Top Five: Epistolary Novels

Top Five: Epistolary Novels

I didn’t set out to write How You See Me as an epistolary novel, it was rather that the story demanded it. I tried all manner of other, more traditional, routes but it was only when I started to write letters from Daniel that the book finally started to develop. I happen, also, to love a letter. They are a private space of preserved conversation. They can be considered, or hastily drafted; businesslike, or personal; directed to the reader, or a soliloquy from the writer; but they demand to be read. There is also the rather delicious sense of intrusion that comes from reading someone else’s letters. With one side of the correspondence we imagine the replies, and with both sides we can immerse ourselves in the conversation. Here are five perfect eavesdroppers.

How You See Me by SE Craythorne is out now (£8.99, Myriad Editions).

  1. 1

    The Color Purple by Alice Walker

    A blaze of a book. And one I encountered at exactly the right time, namely those late teenage years infused by reading The Bell Jar and The Catcher in the Rye for the first time. I like to think Alice Walker’s masterpiece did something to shake me out of my middle-class malaise. Certainly, Celie’s letters to God did open up new worlds. Despite the unflinching detail of rape, abuse and racism in the Deep South between the wars, it is also a novel of great joy. Touching and exquisitely handled, this is more than a love story.  It is the story of Celie’s survival and eventual self-discovery.  

  2. 2

    The Guernsey Literary and Potato Peel Pie Society by Mary Ann Schaffer and Annie Barrows

    A mouthful of a title like this one would normally put me off. And, yes, it is written by an American, who went on holiday to Guernsey, fell in love with the island, and determined to write about it. But this book kept being recommended to me. And eventually I succumbed. I’m so glad I did, it’s a charmer. Set after the German occupation in the Second World War, it offers letters from a variety of authors and tells its tale with great delicacy and wit. The characters are loveable, as is the read. A book to curl-up and forget about the world with.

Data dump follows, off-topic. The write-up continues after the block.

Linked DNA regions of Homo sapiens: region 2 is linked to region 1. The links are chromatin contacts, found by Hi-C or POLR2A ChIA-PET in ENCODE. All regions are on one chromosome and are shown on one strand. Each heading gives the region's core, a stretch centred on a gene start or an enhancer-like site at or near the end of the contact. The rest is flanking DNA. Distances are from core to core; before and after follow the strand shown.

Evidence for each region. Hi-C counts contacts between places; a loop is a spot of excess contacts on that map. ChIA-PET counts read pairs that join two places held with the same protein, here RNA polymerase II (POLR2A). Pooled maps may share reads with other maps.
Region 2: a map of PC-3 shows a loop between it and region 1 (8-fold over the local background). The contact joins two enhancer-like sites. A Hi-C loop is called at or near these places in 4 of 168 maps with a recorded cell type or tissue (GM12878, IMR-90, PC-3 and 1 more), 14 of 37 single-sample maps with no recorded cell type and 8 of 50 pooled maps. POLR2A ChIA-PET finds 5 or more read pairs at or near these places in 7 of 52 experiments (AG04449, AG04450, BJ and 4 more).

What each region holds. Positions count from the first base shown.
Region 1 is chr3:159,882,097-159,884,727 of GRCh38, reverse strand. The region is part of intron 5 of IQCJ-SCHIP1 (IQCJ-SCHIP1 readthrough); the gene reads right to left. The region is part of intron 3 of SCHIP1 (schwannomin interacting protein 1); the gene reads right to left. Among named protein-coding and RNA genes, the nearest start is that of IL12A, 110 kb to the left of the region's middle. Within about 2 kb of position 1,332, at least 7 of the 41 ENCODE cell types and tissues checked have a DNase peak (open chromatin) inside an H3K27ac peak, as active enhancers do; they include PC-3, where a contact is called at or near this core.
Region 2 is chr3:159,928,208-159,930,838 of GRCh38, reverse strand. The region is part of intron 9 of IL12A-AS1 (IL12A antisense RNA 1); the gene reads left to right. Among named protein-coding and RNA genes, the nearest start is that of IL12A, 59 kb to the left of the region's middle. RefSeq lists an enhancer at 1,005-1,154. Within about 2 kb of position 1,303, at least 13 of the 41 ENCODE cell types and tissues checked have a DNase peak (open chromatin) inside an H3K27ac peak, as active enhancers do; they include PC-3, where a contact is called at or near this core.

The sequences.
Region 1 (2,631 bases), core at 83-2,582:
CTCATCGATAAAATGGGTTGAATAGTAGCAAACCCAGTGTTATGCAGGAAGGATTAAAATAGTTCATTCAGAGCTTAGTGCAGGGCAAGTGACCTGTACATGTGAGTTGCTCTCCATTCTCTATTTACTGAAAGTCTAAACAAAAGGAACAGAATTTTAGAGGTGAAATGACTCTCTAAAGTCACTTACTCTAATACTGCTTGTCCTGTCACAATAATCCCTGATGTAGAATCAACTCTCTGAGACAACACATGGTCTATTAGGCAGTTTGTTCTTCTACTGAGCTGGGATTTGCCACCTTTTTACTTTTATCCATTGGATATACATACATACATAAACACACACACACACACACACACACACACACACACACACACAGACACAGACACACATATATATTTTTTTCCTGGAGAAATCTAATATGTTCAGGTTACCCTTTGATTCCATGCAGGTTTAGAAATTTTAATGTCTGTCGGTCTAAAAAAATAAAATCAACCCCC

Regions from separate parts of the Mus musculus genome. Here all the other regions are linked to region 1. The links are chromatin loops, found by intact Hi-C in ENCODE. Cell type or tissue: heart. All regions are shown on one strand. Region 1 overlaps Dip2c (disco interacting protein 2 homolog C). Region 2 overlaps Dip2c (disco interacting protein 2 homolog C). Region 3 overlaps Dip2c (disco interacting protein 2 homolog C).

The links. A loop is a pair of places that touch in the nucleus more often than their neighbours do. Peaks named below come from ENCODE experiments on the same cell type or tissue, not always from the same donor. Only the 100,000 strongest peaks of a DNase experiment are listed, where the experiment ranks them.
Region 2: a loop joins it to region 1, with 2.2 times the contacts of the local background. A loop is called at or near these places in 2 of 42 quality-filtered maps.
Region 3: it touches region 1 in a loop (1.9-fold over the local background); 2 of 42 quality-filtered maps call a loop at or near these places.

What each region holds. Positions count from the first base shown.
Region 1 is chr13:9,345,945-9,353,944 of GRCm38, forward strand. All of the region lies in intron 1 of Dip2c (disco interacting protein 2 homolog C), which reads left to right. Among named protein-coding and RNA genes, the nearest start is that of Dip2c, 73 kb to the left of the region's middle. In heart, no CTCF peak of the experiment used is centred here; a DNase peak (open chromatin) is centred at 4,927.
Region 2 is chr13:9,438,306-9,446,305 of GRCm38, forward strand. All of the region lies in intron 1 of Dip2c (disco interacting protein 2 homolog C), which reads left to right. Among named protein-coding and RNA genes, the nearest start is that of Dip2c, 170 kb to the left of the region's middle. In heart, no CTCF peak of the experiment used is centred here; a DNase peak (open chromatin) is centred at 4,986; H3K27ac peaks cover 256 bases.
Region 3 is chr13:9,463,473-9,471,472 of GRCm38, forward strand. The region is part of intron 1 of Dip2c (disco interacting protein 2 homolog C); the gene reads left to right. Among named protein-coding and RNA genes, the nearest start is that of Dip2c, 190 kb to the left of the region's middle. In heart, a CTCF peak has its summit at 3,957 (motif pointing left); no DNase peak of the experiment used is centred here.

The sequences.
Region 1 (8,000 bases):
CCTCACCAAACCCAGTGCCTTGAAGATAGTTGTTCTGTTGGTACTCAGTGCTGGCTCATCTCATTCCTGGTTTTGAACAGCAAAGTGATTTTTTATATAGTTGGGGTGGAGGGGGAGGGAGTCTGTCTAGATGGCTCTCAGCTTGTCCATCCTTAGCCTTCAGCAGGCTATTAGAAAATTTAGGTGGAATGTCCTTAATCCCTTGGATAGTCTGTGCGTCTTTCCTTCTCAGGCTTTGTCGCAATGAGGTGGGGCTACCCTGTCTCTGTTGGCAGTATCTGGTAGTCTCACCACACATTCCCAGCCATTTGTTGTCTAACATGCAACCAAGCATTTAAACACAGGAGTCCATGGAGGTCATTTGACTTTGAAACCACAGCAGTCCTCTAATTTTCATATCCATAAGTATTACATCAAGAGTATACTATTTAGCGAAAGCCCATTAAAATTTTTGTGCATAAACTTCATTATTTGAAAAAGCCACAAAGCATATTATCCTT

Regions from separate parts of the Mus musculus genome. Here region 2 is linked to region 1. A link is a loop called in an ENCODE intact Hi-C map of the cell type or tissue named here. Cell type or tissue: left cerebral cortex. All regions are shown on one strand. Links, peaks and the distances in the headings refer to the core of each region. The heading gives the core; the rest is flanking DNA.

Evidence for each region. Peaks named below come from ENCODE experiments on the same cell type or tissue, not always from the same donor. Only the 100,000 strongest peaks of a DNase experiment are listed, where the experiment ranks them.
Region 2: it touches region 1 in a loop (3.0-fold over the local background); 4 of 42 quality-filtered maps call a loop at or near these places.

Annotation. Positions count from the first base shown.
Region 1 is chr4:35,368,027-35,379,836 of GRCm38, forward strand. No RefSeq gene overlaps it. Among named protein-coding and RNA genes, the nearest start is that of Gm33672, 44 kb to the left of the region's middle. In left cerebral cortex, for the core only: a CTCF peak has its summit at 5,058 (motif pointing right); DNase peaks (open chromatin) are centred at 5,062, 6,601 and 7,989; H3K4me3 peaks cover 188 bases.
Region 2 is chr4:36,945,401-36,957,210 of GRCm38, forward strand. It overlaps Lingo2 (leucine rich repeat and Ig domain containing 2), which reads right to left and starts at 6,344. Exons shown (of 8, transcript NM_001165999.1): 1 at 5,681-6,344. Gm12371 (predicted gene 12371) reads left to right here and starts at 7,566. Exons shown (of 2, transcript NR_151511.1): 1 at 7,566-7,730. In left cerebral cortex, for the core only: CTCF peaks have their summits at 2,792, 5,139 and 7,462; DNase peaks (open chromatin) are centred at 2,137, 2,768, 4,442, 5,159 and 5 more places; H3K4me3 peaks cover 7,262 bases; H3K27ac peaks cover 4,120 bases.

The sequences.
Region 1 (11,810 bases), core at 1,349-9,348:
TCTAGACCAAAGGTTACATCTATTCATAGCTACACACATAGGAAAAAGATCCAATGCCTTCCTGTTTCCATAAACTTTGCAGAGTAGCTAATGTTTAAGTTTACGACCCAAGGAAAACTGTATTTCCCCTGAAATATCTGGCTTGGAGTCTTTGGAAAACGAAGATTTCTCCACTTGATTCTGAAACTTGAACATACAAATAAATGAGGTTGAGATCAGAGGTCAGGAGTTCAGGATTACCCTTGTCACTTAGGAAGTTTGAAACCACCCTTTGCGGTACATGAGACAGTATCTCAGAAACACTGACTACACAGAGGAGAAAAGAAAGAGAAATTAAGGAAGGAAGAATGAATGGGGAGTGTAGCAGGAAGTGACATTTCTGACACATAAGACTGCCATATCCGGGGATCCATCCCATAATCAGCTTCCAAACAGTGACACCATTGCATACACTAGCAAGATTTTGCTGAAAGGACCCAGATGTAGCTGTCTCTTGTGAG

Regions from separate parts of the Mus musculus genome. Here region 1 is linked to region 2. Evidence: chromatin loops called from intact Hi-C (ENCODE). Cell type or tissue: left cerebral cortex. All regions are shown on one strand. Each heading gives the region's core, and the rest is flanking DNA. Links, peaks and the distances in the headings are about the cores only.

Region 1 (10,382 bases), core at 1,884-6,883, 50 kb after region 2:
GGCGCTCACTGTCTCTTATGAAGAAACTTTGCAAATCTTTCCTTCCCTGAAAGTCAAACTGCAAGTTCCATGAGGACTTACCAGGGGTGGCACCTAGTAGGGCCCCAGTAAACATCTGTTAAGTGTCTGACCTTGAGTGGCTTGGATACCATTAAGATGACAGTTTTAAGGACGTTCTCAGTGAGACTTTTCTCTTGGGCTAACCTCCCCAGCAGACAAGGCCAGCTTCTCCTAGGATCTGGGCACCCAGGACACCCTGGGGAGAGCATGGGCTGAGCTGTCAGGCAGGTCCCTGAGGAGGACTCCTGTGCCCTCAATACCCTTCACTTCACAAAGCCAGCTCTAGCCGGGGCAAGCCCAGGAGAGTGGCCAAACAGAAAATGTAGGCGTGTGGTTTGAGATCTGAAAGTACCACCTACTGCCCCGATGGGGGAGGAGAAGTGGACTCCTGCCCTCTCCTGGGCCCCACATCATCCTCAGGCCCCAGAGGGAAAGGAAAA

3. 3

    We Need to Talk About Kevin by Lionel Shriver

    Another one-way correspondence comes from this masterpiece of subtlety. Shriver releases details carefully and with great precision. Ostensibly it is the story of a boy born evil, told in long letters by his mother to his father. I lost days – and sleep – to this book. Its compulsion comes not only through the disclosures about Kevin’s behaviour – which do shock – but also with the dawning revelation that the narrator is maybe not quite as trustworthy as she appears. It offers an intelligent investigation into the nature-nurture debate, and it’s as gripping as the best of thrillers. What more could you want?

  4. 4

    Life on the Refrigerator Door by Alice Kuipers

    This clever and original teenage novel is a series of fragments. Post-it-notes and reminders, stuck to the refrigerator door by a mother and daughter who are struggling to communicate in any other way. It’s beauty lies in the steady, and perfectly timed, escalation from the mundane to the terribly personal. Kuipers balances tone brilliantly, managing to make her characters live and breathe through the briefest of notes. The reader invests in them, mourns their troubles – I wept, more than once – and delights in their joys. A must read for any teenage girl, and her mother.

  5. 5

    Dear Thief by Samantha Harvey

    This achingly beautiful third novel from Harvey is one long letter to Butterfly, the narrator’s erstwhile best friend. She has no idea where to send her letter, so can expect no reader or reply. It is a novel about friendship and acceptance. Butterfly had an affair with the narrator’s husband years before and then slipped out of both their lives. The past is recounted and Butterfly’s present imagined in exquisite prose. Dear Thief is one of those rare novels that reminds the reader to read slowly and with consideration. I felt bereft when I finished it and envy those who are yet to read it.